This lesson deals with income, which falls under the head ‘Income from house property’. The scope of income charged under this head is defined by section 22 of the Income Tax Act and the computation of income falling under this head is governed by sections 23 to 27. All the provisions relating to tax treatment of income from house property are explained in this lesson. Objectives
After going through this lesson, you will be able to understand: The meaning of house property
Who is treated as owner of house property?
The treatment of rental income from properties under different circumstances Determination of the annual value of a house property The expenses deductible from rental/notional income from house property Special treatment given to self-occupied house property Treatment of income/loss from house property.
Basis of Charge (Section 22)
The annual value of a property, consisting of any buildings or lands appurtenant thereto, of which the assessee is the owner, is chargeable to tax under the head ‘Income from house property’. However, if a house property, or any portion thereof, is occupied by the assessee, for the purpose of any business or profession, carried on by him, the profits of which are chargeable to income-tax, the value of such property is not chargeable to tax under this head. Thus, three conditions are to be satisfied for property income to be taxable under this head. The property should consist of buildings or lands appurtenant thereto. The assessee should be the owner of the property.
The property should not be used by the owner for the purpose of any business or profession carried on by him, the profits of which are chargeable to income-tax. Applicability of Section 22
Buildings or lands appurtenant thereto
approach roads to and from public streets, compounds, courtyards, backyards, playgrounds, kitchen garden, motor garage, stable or coach home, cattle-shed etc, attached to and forming part of the building. In respect of non-residential buildings, the appurtenant lands may be in the form of car-parking spaces, roads connecting one department with another department, playgrounds for the benefit of employees, etc. Ownership of house property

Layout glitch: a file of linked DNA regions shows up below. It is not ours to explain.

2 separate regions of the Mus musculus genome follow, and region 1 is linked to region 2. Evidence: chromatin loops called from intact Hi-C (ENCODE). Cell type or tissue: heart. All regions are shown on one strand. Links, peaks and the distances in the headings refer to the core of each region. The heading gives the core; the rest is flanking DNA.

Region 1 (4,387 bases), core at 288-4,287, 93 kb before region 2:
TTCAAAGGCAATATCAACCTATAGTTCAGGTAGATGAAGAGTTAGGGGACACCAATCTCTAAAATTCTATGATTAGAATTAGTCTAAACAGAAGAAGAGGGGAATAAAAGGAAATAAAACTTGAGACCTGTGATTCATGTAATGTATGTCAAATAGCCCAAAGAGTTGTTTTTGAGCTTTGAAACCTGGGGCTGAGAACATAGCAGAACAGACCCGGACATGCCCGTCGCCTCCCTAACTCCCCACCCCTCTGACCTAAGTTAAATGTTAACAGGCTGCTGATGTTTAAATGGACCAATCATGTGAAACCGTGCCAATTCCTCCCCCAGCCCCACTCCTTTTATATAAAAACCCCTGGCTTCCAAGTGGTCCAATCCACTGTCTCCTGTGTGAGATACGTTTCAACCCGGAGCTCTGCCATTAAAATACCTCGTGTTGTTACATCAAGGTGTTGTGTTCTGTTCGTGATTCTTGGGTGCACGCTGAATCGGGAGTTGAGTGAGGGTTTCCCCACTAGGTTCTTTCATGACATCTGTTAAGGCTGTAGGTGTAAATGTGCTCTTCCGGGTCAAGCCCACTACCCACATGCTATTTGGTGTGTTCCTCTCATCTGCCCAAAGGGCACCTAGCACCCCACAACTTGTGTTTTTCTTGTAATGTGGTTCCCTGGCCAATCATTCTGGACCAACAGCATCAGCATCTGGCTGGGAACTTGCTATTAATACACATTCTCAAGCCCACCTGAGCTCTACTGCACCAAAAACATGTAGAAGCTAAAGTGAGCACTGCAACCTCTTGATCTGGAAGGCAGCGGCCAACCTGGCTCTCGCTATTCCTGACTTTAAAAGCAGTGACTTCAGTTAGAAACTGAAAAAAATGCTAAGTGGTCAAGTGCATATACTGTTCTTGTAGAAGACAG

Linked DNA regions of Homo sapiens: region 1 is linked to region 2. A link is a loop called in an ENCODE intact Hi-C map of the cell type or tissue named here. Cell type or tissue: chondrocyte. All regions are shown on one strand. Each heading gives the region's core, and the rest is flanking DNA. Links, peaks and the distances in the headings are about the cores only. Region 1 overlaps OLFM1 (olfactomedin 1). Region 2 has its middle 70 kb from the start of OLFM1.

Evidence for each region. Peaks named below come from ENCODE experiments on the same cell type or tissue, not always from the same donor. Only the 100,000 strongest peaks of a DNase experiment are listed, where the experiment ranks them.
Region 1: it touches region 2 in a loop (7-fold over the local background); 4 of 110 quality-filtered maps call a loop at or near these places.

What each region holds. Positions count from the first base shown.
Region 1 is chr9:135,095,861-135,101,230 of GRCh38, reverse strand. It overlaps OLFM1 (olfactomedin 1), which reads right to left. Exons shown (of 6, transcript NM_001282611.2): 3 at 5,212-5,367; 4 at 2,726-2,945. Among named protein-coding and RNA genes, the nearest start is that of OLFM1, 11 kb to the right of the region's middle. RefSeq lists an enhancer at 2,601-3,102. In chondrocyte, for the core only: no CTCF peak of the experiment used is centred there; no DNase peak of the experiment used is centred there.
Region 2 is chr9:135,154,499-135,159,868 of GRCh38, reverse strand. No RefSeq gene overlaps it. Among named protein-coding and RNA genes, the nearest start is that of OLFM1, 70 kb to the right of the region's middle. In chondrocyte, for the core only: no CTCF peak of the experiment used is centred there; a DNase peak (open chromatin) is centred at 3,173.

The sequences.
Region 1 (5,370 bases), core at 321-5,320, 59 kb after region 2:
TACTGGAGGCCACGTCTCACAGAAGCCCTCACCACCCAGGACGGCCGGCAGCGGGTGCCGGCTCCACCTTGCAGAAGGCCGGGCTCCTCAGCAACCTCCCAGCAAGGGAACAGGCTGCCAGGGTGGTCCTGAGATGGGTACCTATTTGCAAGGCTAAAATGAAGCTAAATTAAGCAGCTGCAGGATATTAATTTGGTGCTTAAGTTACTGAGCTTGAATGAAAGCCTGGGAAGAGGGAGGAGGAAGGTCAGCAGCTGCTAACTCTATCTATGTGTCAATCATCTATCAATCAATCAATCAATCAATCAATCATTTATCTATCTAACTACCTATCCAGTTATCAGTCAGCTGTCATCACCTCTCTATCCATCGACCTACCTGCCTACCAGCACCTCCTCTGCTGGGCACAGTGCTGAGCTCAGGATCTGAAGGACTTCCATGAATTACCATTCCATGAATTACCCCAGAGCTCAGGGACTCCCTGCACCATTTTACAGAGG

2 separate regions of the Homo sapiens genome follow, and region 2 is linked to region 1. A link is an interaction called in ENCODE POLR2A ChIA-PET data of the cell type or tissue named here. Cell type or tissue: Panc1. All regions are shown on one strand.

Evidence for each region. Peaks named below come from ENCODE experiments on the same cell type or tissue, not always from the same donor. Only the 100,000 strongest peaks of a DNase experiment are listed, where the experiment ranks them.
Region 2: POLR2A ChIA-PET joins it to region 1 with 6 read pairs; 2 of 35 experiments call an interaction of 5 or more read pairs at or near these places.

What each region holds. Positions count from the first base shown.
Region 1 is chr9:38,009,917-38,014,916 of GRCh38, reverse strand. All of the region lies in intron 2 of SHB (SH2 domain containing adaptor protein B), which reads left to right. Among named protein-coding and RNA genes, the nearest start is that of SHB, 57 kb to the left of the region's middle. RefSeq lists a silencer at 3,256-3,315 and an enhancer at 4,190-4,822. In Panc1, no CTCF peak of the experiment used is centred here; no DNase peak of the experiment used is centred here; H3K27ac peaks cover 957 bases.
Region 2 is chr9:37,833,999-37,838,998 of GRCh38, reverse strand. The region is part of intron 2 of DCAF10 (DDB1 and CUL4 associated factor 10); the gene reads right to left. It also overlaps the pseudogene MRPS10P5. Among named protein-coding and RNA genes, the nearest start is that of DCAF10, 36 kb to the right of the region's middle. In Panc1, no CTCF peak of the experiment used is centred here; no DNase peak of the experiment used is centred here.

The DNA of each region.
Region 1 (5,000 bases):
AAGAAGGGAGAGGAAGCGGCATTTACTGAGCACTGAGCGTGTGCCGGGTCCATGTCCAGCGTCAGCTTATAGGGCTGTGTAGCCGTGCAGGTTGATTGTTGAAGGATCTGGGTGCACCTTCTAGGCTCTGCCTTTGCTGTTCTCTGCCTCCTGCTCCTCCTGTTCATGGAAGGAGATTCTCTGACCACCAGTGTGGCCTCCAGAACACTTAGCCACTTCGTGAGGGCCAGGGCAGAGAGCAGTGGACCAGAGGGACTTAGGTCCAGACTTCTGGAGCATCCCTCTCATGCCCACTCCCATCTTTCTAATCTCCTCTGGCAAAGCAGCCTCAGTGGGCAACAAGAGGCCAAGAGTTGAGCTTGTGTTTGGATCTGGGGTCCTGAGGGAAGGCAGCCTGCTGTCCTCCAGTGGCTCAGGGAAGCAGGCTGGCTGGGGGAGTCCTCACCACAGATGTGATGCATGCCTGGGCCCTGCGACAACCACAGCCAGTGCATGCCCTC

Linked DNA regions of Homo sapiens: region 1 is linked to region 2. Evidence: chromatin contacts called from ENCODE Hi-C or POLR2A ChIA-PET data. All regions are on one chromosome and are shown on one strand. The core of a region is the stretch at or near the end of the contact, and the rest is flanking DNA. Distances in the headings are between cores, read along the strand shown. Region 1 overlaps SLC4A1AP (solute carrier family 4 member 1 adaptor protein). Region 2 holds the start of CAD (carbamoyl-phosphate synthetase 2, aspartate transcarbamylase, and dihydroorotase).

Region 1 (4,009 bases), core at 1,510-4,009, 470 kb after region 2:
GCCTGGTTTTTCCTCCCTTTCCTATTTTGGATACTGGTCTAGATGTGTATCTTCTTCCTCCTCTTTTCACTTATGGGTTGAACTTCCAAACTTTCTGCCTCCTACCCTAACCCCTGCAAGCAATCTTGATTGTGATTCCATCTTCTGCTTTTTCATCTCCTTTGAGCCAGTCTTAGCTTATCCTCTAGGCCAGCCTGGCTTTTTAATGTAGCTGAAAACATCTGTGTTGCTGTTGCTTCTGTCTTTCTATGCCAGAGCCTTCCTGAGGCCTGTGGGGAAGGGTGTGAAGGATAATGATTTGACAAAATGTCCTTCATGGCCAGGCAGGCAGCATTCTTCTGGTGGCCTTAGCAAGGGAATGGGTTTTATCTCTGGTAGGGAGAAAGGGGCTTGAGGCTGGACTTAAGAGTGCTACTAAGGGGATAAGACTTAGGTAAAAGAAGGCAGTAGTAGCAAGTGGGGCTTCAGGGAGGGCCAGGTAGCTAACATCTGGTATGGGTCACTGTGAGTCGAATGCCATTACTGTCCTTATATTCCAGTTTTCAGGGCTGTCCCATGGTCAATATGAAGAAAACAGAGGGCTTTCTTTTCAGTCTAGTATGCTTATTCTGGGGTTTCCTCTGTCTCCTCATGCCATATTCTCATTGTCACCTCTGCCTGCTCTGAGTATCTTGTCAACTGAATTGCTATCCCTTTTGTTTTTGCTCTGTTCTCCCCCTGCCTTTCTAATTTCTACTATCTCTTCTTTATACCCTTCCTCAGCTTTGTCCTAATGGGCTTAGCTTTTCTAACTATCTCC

If an individual transfers a house property to his or her spouse (except in connection with an agreement to live apart) or to a minor child (except a married daughter) without adequate consideration, he is deemed as the owner of the property for tax purposes. However, if an individual transfers cash to his or her spouse or minor child, and the transferee acquires a house property out of the gifted amount, the transferor shall not be treated as the deemed owner of the house property. The holder of an Impartible Estate is deemed to be the owner of all the properties comprised in the estate. A member of a co-operative society, company or association of persons, to whom a property (or a part thereof) is allotted or leased under a house building scheme of the society, company or association, is deemed to be the owner of such property. A person who has acquired a property under a power of attorney transaction, by satisfying the conditions of section 53A of the Transfer of Property Act, that is under a written agreement, the purchaser has paid the consideration or is ready to pay the consideration and has taken the possession of the property, is the deemed owner of the property, although he may not be the registered owner. A person who has acquired a right in a building (under clause (f) of section 269UA), by way of a lease for a term of not less than 12 years (whether fixed originally or extended through a provision in the agreement), is the deemed owner of the property. This provision does not cover any right by way of a lease renewable from month to...